Comparative Labor Law
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Comparative Labor Law

Edited by Matthew W. Finkin and Guy Mundlak

Economic pressure and corporate policies, both transnational and domestic, have placed labor law under severe stress. National responses are so deeply embedded in institutions reflecting local traditions that meaningful comparison is daunting. This book assembles a team of experts from many countries, drawing on a rich variety of comparative methods to capture changes in different countries and regions, emerging trends and national divergences.
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Chapter 8: The lasting influence of legal origins: Workplace discrimination, social inclusion and the law in Canada, the United States and the European Union

Kevin Banks, Roberta Nunin and Adriana Topo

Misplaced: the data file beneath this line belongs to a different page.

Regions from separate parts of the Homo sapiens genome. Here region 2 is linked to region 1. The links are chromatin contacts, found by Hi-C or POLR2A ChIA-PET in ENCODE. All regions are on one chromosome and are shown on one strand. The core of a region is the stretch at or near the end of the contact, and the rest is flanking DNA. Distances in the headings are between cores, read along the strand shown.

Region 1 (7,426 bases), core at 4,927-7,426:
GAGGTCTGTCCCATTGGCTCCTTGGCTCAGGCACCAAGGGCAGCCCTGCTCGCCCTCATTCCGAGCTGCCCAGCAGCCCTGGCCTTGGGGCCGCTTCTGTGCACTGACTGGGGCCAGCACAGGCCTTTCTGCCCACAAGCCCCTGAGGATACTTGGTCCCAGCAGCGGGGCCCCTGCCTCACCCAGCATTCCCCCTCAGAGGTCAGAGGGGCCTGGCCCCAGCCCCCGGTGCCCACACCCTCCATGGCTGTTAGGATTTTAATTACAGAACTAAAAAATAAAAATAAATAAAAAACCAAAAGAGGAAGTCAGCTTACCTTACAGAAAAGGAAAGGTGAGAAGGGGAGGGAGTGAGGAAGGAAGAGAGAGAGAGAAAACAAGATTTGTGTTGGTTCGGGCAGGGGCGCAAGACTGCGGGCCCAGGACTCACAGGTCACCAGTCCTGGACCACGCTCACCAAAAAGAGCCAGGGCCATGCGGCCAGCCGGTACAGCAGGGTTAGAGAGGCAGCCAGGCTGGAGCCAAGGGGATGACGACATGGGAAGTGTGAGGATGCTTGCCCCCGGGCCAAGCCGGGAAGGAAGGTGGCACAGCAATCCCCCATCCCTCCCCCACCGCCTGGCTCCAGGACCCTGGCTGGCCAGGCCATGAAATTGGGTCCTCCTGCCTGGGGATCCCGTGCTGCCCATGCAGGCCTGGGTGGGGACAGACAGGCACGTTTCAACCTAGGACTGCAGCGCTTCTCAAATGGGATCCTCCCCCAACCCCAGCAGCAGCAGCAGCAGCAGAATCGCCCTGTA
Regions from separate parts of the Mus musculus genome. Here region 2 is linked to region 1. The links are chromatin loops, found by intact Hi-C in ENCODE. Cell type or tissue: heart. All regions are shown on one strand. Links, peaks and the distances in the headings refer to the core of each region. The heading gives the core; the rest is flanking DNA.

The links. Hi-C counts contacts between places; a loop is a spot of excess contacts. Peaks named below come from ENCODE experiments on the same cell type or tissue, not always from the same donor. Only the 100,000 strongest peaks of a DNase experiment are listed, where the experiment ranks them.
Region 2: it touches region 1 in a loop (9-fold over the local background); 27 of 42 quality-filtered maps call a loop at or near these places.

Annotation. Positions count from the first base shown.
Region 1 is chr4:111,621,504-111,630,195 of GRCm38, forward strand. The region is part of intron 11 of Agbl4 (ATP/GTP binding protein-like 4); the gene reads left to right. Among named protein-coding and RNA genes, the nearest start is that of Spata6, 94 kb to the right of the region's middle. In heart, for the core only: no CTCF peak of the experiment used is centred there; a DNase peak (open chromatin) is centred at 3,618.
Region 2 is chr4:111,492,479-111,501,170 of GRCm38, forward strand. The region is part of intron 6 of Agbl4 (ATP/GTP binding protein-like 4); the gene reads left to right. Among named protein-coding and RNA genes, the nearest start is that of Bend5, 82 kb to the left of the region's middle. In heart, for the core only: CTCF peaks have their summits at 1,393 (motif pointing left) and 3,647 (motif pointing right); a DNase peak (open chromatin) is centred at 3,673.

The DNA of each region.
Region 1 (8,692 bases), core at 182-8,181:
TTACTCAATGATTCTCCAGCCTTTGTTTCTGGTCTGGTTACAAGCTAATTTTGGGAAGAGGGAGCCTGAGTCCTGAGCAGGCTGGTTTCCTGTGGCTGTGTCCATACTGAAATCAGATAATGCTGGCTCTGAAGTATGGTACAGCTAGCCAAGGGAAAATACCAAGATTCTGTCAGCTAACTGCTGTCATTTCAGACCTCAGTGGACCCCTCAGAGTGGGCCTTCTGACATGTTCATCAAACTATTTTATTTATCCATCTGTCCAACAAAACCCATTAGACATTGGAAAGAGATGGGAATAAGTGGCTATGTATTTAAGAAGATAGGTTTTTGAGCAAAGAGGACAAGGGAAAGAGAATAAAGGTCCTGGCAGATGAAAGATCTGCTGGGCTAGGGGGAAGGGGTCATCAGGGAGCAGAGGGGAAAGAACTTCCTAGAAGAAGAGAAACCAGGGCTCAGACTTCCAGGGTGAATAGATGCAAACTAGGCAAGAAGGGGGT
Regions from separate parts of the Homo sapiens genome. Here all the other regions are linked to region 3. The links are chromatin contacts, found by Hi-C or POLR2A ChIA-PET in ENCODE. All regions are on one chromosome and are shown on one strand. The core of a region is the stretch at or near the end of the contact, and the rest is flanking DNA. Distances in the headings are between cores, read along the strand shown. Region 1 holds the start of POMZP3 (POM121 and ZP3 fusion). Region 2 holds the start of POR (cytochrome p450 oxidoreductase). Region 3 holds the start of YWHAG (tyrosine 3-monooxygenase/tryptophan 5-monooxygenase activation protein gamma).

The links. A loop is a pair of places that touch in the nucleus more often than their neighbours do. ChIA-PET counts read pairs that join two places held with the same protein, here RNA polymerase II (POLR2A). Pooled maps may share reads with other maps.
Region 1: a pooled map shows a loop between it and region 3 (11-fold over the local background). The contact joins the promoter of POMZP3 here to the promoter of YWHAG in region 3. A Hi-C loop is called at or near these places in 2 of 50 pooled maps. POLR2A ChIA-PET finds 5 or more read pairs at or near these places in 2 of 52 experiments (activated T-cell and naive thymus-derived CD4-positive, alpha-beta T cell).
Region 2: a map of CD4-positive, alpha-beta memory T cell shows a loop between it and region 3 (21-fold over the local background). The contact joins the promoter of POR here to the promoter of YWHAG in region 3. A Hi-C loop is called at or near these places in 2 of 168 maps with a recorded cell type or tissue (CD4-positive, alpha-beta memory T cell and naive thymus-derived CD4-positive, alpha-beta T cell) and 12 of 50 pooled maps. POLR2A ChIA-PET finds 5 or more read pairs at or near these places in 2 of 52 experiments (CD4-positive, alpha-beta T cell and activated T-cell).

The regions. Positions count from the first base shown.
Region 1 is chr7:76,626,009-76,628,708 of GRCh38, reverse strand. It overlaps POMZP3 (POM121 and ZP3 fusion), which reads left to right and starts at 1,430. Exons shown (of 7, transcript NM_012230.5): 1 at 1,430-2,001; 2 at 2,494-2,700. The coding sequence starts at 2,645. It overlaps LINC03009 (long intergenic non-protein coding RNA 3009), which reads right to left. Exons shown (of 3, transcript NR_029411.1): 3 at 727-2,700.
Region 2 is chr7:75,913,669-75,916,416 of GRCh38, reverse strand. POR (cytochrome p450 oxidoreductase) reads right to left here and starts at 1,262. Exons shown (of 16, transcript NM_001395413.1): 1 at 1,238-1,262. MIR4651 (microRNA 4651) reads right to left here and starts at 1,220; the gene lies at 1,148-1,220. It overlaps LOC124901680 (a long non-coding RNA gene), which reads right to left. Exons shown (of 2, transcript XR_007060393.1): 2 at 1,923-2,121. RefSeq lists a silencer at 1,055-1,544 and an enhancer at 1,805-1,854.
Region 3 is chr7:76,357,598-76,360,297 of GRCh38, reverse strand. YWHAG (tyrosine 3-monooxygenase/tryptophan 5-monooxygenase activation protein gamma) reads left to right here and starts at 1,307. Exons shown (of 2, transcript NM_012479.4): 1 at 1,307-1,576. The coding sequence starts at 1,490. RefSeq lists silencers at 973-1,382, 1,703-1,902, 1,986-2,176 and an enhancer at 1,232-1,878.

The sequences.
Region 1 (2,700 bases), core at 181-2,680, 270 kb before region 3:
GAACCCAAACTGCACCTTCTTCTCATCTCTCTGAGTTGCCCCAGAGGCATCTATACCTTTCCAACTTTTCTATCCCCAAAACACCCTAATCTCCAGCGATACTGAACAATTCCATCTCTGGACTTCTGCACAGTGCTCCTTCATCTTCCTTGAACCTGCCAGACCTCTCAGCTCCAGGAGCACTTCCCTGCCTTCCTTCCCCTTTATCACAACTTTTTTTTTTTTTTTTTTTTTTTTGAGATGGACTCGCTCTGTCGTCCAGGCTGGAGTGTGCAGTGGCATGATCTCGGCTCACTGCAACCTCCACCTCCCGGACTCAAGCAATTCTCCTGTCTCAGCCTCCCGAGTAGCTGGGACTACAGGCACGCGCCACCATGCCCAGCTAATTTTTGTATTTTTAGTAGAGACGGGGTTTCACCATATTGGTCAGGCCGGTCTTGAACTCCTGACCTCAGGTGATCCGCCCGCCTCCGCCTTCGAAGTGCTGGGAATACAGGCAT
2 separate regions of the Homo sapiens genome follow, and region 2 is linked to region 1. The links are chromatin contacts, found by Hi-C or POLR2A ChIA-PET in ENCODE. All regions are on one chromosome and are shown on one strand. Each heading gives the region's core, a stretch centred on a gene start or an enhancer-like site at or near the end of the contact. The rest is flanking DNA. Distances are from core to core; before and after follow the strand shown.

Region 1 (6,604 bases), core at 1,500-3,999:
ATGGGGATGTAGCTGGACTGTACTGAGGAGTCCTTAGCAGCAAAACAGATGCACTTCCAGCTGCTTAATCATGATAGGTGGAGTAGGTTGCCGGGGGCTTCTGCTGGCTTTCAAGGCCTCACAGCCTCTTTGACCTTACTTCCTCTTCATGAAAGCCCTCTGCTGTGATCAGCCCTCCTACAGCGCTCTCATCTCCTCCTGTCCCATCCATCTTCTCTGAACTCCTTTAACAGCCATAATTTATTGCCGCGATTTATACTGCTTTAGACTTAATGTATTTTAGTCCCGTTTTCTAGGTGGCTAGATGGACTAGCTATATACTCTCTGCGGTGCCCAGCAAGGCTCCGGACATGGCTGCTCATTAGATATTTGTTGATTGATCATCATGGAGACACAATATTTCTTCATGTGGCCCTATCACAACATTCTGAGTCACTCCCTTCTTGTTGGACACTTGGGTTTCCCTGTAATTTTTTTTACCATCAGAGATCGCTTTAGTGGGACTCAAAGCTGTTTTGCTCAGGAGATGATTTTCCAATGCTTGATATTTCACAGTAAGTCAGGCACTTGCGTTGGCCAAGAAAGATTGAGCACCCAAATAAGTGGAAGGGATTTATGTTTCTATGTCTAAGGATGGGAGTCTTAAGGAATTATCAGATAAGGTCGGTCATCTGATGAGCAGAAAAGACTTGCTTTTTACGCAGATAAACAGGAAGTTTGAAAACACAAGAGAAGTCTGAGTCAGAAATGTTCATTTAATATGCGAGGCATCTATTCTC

This chapter will compare laws in Europe and North America seeking to eliminate discrimination and to achieve greater social inclusion in the workplace. While descriptive comparisons covering these subjects have been available for some time, there has been little analysis aimed at explaining international similarities and differences. We contribute to filling this gap. We show how fundamental differences in the way that different legal systems apprehend the concepts of workplace discrimination and equality emerged notwithstanding the shared influence of United States (U.S.) equality rights jurisprudence. We then consider the very different roles of law and government in fostering social inclusion in Canada, the European Union (EU) and the U.S. We argue that the different types of discrimination addressed in precedent setting anti-discrimination cases in each jurisdiction led courts and legislators in Canada, the U.S. and Europe to develop legal principles and concepts first articulated in the U.S. in very different ways. Specifically, the focus of U.S. jurisprudence on race, Canadian jurisprudence on religion, and European jurisprudence on sex discrimination led eventually to the development of different paradigms of anti-discrimination law. In the U.S. the dominant paradigm became one of colour-blindness, whereas in Canada and the EU the paradigm was one of difference-consciousness. These paradigms shaped the ways in which discrimination was understood to arise, and how it should be remedied.

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